One must give Ryan Reynolds credit. The man has range. And he's been excellent in everything I've ever seen him in. Not to say that every movie he's been in is great, be he's definnitley been a highlight of every one of them. That someone so funny can also so artfully play drama is... well, truthfully, it's common. Comedians more often than not make the best dramatic actors. There's a greater art in comedy than drama. But he still excels in all fields.
Definitely, Maybe doesn't quite live up to its potential and, though Ryan Reynolds pulls through, one has to miss the sort of comedic promise that a movie like this offers. It's billed as being "from the makers of Notting Hill and Love Actually," though to call that misleading would be kind. I grow weary of the bullshit advertising of producers who worked on one film making another. Who the fuck cares if you were the producer of some amazing film? You didn't write it or direct you. You probably have no creative bone in your body and wouldn't know a good film if it fucked your mom. Stop trying to play up to my love for good movies by claiming them as your own.
Instead, we get a film from the maker of Bridget Jones: The Edge Of Reason and Practical Magic (a clusterfuck of badness if I've ever seen it), not the type of pedigree one can play up like Love Actually. Oh, if only it had the humor that Richard Curtis manages so easily in his movies, then we'd be on to something. Instead, the movie is somewhat more straightforward and definitely underuses Ryan Reynold's comedic abilities. The same can be said for Elizabeth Banks and Isla Fisher who both give good performances but don't get to shine comedically. Oddly, Rachel Weisz actually feels to be the most fun and freespirited of the movie's women, an odd claim.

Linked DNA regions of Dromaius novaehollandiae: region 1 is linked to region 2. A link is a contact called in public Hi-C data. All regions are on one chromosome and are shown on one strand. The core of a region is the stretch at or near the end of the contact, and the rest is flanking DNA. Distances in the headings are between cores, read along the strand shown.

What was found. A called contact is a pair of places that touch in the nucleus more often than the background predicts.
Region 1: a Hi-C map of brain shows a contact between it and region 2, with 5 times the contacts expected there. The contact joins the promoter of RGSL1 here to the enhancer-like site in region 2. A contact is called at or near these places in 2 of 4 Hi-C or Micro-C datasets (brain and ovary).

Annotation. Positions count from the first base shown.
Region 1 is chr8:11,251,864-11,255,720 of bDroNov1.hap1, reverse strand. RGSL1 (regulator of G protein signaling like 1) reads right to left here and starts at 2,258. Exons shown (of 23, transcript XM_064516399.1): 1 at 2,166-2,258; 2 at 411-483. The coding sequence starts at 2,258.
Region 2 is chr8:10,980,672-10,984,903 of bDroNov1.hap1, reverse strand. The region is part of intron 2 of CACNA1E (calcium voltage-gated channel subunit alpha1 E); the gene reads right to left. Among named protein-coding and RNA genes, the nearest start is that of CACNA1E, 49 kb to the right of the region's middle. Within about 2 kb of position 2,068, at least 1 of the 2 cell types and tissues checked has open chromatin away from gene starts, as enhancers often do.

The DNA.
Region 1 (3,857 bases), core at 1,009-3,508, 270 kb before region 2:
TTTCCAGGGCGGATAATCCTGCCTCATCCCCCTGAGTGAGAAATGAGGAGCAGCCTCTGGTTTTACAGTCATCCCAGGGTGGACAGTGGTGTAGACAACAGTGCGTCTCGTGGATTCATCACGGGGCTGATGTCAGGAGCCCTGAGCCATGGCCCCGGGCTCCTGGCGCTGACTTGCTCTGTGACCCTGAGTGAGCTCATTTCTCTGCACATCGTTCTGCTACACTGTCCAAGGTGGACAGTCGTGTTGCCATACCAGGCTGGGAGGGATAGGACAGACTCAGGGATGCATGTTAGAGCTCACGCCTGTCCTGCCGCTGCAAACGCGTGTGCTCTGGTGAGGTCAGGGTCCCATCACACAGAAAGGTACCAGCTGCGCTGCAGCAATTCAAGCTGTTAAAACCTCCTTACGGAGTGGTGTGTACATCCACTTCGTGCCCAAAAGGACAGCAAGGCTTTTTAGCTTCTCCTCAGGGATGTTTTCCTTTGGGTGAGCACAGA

Of course, Abigail Breslin is also good and manages to add to the trend of child actors that are both intelligent, funny, and so very not annoying.
Overall, the plot is decent though not quite up to what one would hope for, perhaps the real flaw of this movie... Its high expectations may have diminished it to some degree. But the movie feels good and doesn't strain to reach the overly happy treacle ending, instead going for a satisfying one. The ending is still happy, but there's a great deal more logic to it than romantic comedies are generally given.
All in all, it's a good story and may actually suit its male viewers better than its female, harkening back to our youthful exuberence and missed opportunities. I think we all wish it'd end as happily as this, even if we'd hope for more humor.